Kiko Escora, also known as Manila Animal, had his successful show at Secret Fresh art gallery with a collection called Kenkoya, a commentary on Filipino psyche. In 1977, a comic icon named Francisco “Kenkoy” Harabas was created as a parody of how colonial Filipino minds can be. The collection is a representation of how the notion applies in the present times. It then showcased miniature ancient sculptures called Bulol. Kiko made a toy out of bulols to represent the way the Filipino culture is being treated nowadays. The show has its own way of encapsulating the other side of Kiko’s societal and political mind.
But who is Kiko Escora and how is he different from his pseudonym, Manila Animal? When asked, Kiko answers: that Kiko Escora lives within the confines of charcoal, paint, and portraits, and Manila Animal, on the other hand, reinvents itself with new mediums and other works of art from a different perspective–and this is where they meet halfway.
Kiko shared little snippets of his childhood when his father first introduced him to the color wheel and told him to match the colors with songs. This childhood moment made him realize that that’s it, this is what he wanted to do.
“I never thought that I wanted to be an artist. I just started doing it. And I really like it. Like a default thing. At the back of your head, you know already what you are. In my case, that’s it,” says Kiko.
As a kid, Kiko started with sketching Hot Wheels–his collection of toy cars. It happened to be in front of him, so he started sketching it and playing around with the perspective; side view, front view, and top view then eventually three dimensional.
“Then let’s put a road or a fence behind it,” said Kiko, reminiscing. “Then grass, a tree, a mountain, the sun, clouds. Then there you have it. You have your own universe already. You have to be a little bit inside of yourself. I think every kid is like that. You create your own version of the world. We’re very active in absorbing things but we don’t understand them. Our minds reinvent our own visual vocabulary in terms of drawing.”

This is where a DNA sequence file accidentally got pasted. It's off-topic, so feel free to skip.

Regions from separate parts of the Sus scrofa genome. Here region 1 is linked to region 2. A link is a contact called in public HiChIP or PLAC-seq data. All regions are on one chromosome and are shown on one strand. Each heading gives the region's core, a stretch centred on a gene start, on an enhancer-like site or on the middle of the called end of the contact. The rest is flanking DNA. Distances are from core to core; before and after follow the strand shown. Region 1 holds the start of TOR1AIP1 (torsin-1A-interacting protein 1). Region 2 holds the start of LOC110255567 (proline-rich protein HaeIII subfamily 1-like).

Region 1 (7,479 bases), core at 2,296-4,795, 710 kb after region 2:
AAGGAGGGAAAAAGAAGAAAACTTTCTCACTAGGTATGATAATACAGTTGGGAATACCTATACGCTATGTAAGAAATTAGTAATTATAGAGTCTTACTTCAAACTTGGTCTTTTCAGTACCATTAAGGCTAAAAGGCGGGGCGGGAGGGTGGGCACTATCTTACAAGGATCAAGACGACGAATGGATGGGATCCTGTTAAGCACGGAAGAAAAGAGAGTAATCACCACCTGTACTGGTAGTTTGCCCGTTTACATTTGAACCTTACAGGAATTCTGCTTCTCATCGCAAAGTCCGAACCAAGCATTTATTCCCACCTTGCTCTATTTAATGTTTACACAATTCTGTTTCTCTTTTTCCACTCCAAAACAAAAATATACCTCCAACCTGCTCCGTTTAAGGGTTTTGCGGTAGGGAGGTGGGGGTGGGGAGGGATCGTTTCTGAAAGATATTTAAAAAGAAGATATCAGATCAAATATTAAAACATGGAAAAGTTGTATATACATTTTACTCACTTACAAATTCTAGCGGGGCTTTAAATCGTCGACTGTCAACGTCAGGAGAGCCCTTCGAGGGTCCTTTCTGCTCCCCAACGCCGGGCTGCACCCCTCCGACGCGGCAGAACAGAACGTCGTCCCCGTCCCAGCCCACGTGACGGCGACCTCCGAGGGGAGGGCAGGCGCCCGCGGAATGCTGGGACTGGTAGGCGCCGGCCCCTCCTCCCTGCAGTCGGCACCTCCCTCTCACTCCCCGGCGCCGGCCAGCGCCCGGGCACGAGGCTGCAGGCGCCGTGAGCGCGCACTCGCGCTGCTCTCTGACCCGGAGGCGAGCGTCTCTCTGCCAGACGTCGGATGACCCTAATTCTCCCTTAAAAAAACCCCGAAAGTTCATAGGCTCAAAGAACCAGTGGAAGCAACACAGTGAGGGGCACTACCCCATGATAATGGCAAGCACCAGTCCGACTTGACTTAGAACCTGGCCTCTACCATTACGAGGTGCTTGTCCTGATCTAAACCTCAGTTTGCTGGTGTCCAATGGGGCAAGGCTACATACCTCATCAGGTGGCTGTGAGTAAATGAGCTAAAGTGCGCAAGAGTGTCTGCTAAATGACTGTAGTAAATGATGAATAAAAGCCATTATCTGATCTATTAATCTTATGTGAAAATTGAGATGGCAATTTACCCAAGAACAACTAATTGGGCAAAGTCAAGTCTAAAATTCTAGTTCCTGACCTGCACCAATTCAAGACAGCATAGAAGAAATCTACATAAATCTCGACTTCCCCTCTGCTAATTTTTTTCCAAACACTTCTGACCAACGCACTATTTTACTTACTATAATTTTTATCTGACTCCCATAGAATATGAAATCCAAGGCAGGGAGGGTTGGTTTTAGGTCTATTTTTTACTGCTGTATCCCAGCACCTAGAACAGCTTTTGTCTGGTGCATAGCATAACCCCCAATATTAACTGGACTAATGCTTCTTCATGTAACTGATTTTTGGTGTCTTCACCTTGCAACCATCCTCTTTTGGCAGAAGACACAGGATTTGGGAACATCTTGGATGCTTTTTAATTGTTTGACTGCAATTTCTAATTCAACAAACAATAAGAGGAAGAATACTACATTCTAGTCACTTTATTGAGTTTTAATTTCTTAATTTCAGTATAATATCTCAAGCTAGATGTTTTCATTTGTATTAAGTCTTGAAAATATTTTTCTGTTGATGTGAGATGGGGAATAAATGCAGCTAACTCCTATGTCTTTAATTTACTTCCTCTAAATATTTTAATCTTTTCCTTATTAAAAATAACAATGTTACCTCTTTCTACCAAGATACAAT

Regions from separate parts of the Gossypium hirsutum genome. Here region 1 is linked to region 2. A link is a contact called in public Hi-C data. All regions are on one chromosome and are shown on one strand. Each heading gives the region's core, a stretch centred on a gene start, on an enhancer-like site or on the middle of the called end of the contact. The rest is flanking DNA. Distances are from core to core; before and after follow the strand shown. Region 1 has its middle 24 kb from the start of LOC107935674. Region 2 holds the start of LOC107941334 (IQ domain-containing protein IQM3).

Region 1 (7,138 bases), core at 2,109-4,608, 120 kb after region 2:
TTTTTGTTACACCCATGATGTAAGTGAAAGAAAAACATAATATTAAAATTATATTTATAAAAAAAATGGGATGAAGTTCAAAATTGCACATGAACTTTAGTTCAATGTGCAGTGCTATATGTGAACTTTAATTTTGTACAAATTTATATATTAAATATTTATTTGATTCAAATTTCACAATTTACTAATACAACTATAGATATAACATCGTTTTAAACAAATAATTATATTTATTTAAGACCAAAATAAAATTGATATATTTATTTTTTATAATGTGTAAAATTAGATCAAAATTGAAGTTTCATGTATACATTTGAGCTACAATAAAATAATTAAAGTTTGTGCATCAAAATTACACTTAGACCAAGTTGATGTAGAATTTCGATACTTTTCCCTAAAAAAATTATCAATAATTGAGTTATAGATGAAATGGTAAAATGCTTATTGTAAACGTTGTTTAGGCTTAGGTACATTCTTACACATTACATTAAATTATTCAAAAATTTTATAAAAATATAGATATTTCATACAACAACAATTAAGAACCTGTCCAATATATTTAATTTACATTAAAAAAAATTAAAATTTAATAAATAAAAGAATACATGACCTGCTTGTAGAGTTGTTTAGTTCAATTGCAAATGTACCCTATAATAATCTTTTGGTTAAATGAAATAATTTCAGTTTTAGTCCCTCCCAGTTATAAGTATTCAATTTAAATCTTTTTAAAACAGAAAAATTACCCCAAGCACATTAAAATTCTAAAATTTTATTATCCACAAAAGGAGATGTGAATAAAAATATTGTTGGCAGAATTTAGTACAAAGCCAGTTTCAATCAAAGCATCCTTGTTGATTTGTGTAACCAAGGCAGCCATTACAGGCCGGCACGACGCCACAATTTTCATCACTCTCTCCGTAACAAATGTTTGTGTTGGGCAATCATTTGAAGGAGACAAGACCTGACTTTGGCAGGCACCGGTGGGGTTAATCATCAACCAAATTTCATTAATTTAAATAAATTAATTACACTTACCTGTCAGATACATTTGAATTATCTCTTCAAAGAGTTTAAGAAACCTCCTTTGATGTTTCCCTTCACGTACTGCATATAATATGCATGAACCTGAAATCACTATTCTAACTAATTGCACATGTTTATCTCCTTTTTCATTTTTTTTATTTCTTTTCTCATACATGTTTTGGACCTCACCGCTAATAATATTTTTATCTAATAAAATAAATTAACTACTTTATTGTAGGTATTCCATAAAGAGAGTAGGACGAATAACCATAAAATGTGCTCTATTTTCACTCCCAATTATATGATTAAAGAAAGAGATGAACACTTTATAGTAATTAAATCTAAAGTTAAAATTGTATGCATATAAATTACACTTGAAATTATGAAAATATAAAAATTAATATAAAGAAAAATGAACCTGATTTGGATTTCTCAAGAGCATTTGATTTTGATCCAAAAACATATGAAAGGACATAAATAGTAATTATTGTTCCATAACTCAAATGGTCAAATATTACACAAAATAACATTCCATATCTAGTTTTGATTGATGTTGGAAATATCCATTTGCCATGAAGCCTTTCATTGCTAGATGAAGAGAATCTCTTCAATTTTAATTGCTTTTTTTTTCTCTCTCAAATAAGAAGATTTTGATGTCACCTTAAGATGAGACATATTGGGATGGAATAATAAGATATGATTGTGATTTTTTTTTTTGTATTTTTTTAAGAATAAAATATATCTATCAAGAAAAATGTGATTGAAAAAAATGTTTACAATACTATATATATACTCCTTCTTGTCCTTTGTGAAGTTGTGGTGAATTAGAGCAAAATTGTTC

Has it become a ritual to find the right playlist before creating your art? How do you set the mood right?
“There should be music, definitely. Sometimes I even spend more time building up the playlist than actually working.” he said, laughing. “There are moments when I can’t really work when I don’t have the right playlist. I feel like this is what I want but I can’t define it so I look for it in music.”
Music, for Kiko, is an indulgence. We put some of his necessary tunes that kickstart his mood right. Listen to some The Smiths, The Cure, Bloc Party and some hidden gems of New Wave and Classic Punk.
Every art show and exhibit you have is different; different signatures of Kiko Escora. How do you steer yourself into a new perspective? How do you propel yourself to new mediums and tools?
“The question is, how do I not do that, to keep it the same. I stopped painting for a while. I stopped doing art for a while. I would do one or two every now and then. It was really hard for me to paint because, I guess, I get bored with the usual stuff. So I create a little distance from it, every now and then, so when I get back to it there’ll be new things going on. A little bit of freshness. ”
You are also recognized as Manila Animal the DJ. How did you enter the world of late night deck-spinning?
“It happened by accident. Before, when we go out, the only thing that plays is either a very bad hip-hop or very bad house, EDM. We went to Dawn, a new space in Malate, along with my friend Gian. We don’t even know how to DJ. You don’t have to learn, it’s like a double cassette; you play the first side and then you play it on with the next. We asked if we could party, and the owner invited us to play the next day. ”
What do you love best about spinning? How would you co-relate it to your art?
“I remember when I used to listen to the radio the whole day when I paint. And the way these DJs play the next song, that’s the key–the next song, the way they put it in. You know both songs but still, the way they combine it, and the timing, that’s it. That’s the key, that’s the difference. Just like in colors. When you combine two colors, you know what red looks like, you know what blue looks like but when put them together in a certain way, you’ll then have a different perspective.”
Kiko Escora continuously puts his audiences on a different journey, in whatever medium; music or fixed gear frames or canvas, each medium impends a surprise. In the artist’s mind, nothing is predictable.
You can also follow his exhibits and art shows at drawingroomgallery.com
Photo credits to Charles Ramento